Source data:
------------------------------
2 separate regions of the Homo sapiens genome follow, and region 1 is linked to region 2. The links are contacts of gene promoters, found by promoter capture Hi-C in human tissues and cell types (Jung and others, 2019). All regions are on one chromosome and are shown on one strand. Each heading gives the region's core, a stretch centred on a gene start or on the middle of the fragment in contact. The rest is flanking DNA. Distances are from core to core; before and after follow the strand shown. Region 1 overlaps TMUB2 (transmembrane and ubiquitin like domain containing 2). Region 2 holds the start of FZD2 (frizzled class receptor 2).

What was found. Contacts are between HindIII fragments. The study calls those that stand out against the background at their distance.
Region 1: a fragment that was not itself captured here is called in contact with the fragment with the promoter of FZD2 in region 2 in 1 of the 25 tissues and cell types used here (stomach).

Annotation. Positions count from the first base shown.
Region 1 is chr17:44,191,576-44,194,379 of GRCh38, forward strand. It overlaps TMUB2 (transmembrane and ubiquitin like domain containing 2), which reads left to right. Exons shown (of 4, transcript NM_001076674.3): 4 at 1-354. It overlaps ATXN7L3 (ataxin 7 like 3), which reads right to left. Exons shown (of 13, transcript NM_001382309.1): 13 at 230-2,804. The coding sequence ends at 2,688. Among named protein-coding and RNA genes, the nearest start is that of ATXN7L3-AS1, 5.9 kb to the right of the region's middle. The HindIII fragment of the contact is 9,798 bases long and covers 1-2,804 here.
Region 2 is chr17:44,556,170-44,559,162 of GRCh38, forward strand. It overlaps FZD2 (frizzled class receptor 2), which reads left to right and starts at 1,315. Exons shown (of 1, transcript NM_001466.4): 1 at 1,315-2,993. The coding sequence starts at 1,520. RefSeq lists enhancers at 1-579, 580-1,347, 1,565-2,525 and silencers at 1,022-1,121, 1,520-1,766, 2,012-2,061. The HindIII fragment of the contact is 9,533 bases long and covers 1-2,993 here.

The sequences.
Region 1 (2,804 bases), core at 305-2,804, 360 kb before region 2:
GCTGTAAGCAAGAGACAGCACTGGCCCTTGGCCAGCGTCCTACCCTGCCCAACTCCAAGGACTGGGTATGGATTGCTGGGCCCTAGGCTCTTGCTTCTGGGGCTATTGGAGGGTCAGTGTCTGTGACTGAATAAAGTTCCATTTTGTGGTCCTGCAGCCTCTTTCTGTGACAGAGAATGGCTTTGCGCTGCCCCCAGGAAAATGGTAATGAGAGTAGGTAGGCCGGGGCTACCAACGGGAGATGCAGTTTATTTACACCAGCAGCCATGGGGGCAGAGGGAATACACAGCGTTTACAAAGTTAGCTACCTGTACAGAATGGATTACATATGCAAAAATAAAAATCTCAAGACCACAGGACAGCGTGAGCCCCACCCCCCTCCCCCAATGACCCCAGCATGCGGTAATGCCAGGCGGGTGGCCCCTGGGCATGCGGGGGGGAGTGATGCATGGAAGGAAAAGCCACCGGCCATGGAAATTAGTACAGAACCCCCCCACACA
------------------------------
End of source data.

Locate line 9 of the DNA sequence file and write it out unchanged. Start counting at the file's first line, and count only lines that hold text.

GCTGTAAGCAAGAGACAGCACTGGCCCTTGGCCAGCGTCCTACCCTGCCCAACTCCAAGGACTGGGTATGGATTGCTGGGCCCTAGGCTCTTGCTTCTGGGGCTATTGGAGGGTCAGTGTCTGTGACTGAATAAAGTTCCATTTTGTGGTCCTGCAGCCTCTTTCTGTGACAGAGAATGGCTTTGCGCTGCCCCCAGGAAAATGGTAATGAGAGTAGGTAGGCCGGGGCTACCAACGGGAGATGCAGTTTATTTACACCAGCAGCCATGGGGGCAGAGGGAATACACAGCGTTTACAAAGTTAGCTACCTGTACAGAATGGATTACATATGCAAAAATAAAAATCTCAAGACCACAGGACAGCGTGAGCCCCACCCCCCTCCCCCAATGACCCCAGCATGCGGTAATGCCAGGCGGGTGGCCCCTGGGCATGCGGGGGGGAGTGATGCATGGAAGGAAAAGCCACCGGCCATGGAAATTAGTACAGAACCCCCCCACACA